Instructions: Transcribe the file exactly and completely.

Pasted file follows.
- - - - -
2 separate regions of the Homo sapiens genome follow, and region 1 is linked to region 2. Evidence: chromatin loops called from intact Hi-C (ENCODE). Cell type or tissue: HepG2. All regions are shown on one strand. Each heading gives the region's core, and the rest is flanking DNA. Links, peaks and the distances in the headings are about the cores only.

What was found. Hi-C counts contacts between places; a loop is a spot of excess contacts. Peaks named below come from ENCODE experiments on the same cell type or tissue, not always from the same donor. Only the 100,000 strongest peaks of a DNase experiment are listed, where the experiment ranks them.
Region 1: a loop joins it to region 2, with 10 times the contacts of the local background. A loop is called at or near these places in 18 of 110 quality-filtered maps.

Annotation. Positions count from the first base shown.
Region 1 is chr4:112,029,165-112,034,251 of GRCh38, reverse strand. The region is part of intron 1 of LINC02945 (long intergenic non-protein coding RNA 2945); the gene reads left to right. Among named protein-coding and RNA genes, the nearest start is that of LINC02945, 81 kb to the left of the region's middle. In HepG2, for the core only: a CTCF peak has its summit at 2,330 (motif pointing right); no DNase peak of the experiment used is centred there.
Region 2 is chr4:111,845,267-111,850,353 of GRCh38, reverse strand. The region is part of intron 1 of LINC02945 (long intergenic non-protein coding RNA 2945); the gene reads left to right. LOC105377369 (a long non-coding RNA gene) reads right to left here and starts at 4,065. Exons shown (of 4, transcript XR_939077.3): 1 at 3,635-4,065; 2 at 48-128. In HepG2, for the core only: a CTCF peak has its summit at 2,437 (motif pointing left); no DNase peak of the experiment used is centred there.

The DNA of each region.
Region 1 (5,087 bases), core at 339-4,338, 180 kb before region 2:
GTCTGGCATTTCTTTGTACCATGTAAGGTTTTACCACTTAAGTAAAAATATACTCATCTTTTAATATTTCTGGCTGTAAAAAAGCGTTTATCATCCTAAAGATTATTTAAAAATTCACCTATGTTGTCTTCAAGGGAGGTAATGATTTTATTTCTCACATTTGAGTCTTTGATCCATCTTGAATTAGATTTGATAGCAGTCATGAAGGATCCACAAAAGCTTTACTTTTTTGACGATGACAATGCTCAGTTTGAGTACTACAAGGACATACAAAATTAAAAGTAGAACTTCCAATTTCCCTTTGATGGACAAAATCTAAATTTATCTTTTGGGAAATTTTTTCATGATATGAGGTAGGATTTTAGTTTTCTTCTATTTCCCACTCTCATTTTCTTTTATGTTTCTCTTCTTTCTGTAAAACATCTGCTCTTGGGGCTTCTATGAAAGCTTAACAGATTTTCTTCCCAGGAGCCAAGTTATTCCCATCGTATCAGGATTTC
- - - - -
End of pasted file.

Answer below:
2 separate regions of the Homo sapiens genome follow, and region 1 is linked to region 2. Evidence: chromatin loops called from intact Hi-C (ENCODE). Cell type or tissue: HepG2. All regions are shown on one strand. Each heading gives the region's core, and the rest is flanking DNA. Links, peaks and the distances in the headings are about the cores only.

What was found. Hi-C counts contacts between places; a loop is a spot of excess contacts. Peaks named below come from ENCODE experiments on the same cell type or tissue, not always from the same donor. Only the 100,000 strongest peaks of a DNase experiment are listed, where the experiment ranks them.
Region 1: a loop joins it to region 2, with 10 times the contacts of the local background. A loop is called at or near these places in 18 of 110 quality-filtered maps.

Annotation. Positions count from the first base shown.
Region 1 is chr4:112,029,165-112,034,251 of GRCh38, reverse strand. The region is part of intron 1 of LINC02945 (long intergenic non-protein coding RNA 2945); the gene reads left to right. Among named protein-coding and RNA genes, the nearest start is that of LINC02945, 81 kb to the left of the region's middle. In HepG2, for the core only: a CTCF peak has its summit at 2,330 (motif pointing right); no DNase peak of the experiment used is centred there.
Region 2 is chr4:111,845,267-111,850,353 of GRCh38, reverse strand. The region is part of intron 1 of LINC02945 (long intergenic non-protein coding RNA 2945); the gene reads left to right. LOC105377369 (a long non-coding RNA gene) reads right to left here and starts at 4,065. Exons shown (of 4, transcript XR_939077.3): 1 at 3,635-4,065; 2 at 48-128. In HepG2, for the core only: a CTCF peak has its summit at 2,437 (motif pointing left); no DNase peak of the experiment used is centred there.

The DNA of each region.
Region 1 (5,087 bases), core at 339-4,338, 180 kb before region 2:
GTCTGGCATTTCTTTGTACCATGTAAGGTTTTACCACTTAAGTAAAAATATACTCATCTTTTAATATTTCTGGCTGTAAAAAAGCGTTTATCATCCTAAAGATTATTTAAAAATTCACCTATGTTGTCTTCAAGGGAGGTAATGATTTTATTTCTCACATTTGAGTCTTTGATCCATCTTGAATTAGATTTGATAGCAGTCATGAAGGATCCACAAAAGCTTTACTTTTTTGACGATGACAATGCTCAGTTTGAGTACTACAAGGACATACAAAATTAAAAGTAGAACTTCCAATTTCCCTTTGATGGACAAAATCTAAATTTATCTTTTGGGAAATTTTTTCATGATATGAGGTAGGATTTTAGTTTTCTTCTATTTCCCACTCTCATTTTCTTTTATGTTTCTCTTCTTTCTGTAAAACATCTGCTCTTGGGGCTTCTATGAAAGCTTAACAGATTTTCTTCCCAGGAGCCAAGTTATTCCCATCGTATCAGGATTTC